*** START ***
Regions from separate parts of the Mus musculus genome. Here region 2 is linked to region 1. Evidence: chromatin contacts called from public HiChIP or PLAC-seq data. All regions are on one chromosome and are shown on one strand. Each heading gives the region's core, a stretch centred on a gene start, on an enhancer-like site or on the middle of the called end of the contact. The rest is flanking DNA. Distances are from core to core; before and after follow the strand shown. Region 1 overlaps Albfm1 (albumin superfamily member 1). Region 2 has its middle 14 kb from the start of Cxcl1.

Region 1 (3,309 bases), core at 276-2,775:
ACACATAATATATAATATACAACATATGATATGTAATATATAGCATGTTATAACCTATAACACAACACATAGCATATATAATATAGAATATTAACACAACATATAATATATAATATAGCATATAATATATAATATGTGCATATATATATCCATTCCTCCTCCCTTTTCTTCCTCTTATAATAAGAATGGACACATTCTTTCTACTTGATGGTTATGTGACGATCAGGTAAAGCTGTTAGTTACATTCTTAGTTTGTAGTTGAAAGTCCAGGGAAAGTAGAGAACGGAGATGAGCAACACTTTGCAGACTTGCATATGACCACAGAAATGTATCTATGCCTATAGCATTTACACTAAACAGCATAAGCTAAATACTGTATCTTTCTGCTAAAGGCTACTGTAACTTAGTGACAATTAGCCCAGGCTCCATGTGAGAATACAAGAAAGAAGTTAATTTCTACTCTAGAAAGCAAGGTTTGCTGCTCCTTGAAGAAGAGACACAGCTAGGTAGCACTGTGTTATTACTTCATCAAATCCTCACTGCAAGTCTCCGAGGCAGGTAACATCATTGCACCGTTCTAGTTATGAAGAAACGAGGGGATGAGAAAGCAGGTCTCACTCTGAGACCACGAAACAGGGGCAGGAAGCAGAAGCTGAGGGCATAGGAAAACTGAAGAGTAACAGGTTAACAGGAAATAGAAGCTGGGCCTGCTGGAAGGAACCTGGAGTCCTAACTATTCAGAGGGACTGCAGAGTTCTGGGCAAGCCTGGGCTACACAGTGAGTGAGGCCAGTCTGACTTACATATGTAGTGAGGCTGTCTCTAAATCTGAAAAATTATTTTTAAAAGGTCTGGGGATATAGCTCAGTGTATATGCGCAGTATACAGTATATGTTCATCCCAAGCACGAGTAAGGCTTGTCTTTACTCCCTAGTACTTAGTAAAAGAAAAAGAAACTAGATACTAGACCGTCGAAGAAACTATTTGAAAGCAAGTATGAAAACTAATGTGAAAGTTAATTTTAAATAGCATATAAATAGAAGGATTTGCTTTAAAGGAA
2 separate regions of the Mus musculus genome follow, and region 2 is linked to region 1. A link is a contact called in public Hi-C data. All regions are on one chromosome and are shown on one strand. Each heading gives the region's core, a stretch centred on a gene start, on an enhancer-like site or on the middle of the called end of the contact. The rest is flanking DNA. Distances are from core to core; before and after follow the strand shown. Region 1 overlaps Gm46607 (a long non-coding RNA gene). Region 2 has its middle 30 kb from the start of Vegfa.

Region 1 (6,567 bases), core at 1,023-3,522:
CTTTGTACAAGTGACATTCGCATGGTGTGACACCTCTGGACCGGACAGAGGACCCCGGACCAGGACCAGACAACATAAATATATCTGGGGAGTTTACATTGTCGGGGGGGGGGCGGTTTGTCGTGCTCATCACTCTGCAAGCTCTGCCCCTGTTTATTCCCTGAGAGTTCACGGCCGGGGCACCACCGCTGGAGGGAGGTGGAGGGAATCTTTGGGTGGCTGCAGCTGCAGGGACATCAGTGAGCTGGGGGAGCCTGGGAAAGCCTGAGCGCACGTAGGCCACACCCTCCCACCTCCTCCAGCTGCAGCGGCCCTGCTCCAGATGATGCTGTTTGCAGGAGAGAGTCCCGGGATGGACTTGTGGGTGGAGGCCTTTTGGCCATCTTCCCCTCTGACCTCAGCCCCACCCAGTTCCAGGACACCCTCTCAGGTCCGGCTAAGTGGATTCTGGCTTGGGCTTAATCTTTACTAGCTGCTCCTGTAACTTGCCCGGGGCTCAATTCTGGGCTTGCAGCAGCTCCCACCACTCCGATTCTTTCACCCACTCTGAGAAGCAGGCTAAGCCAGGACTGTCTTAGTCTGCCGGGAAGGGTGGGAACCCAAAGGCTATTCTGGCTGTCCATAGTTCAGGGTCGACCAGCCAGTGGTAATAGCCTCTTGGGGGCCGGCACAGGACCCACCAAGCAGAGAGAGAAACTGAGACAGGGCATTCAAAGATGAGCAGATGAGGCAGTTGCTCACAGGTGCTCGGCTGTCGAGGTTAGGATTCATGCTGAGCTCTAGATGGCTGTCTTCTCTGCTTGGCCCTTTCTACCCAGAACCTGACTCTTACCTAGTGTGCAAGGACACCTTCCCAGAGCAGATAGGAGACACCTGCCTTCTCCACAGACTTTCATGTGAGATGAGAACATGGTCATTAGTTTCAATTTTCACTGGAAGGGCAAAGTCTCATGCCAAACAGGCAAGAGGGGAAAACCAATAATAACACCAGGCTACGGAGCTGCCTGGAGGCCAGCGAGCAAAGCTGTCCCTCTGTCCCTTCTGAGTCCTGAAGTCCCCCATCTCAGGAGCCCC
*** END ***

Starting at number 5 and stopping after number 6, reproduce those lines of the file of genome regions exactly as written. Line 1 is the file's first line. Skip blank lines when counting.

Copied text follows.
Region 1 (6,567 bases), core at 1,023-3,522:
CTTTGTACAAGTGACATTCGCATGGTGTGACACCTCTGGACCGGACAGAGGACCCCGGACCAGGACCAGACAACATAAATATATCTGGGGAGTTTACATTGTCGGGGGGGGGGCGGTTTGTCGTGCTCATCACTCTGCAAGCTCTGCCCCTGTTTATTCCCTGAGAGTTCACGGCCGGGGCACCACCGCTGGAGGGAGGTGGAGGGAATCTTTGGGTGGCTGCAGCTGCAGGGACATCAGTGAGCTGGGGGAGCCTGGGAAAGCCTGAGCGCACGTAGGCCACACCCTCCCACCTCCTCCAGCTGCAGCGGCCCTGCTCCAGATGATGCTGTTTGCAGGAGAGAGTCCCGGGATGGACTTGTGGGTGGAGGCCTTTTGGCCATCTTCCCCTCTGACCTCAGCCCCACCCAGTTCCAGGACACCCTCTCAGGTCCGGCTAAGTGGATTCTGGCTTGGGCTTAATCTTTACTAGCTGCTCCTGTAACTTGCCCGGGGCTCAATTCTGGGCTTGCAGCAGCTCCCACCACTCCGATTCTTTCACCCACTCTGAGAAGCAGGCTAAGCCAGGACTGTCTTAGTCTGCCGGGAAGGGTGGGAACCCAAAGGCTATTCTGGCTGTCCATAGTTCAGGGTCGACCAGCCAGTGGTAATAGCCTCTTGGGGGCCGGCACAGGACCCACCAAGCAGAGAGAGAAACTGAGACAGGGCATTCAAAGATGAGCAGATGAGGCAGTTGCTCACAGGTGCTCGGCTGTCGAGGTTAGGATTCATGCTGAGCTCTAGATGGCTGTCTTCTCTGCTTGGCCCTTTCTACCCAGAACCTGACTCTTACCTAGTGTGCAAGGACACCTTCCCAGAGCAGATAGGAGACACCTGCCTTCTCCACAGACTTTCATGTGAGATGAGAACATGGTCATTAGTTTCAATTTTCACTGGAAGGGCAAAGTCTCATGCCAAACAGGCAAGAGGGGAAAACCAATAATAACACCAGGCTACGGAGCTGCCTGGAGGCCAGCGAGCAAAGCTGTCCCTCTGTCCCTTCTGAGTCCTGAAGTCCCCCATCTCAGGAGCCCC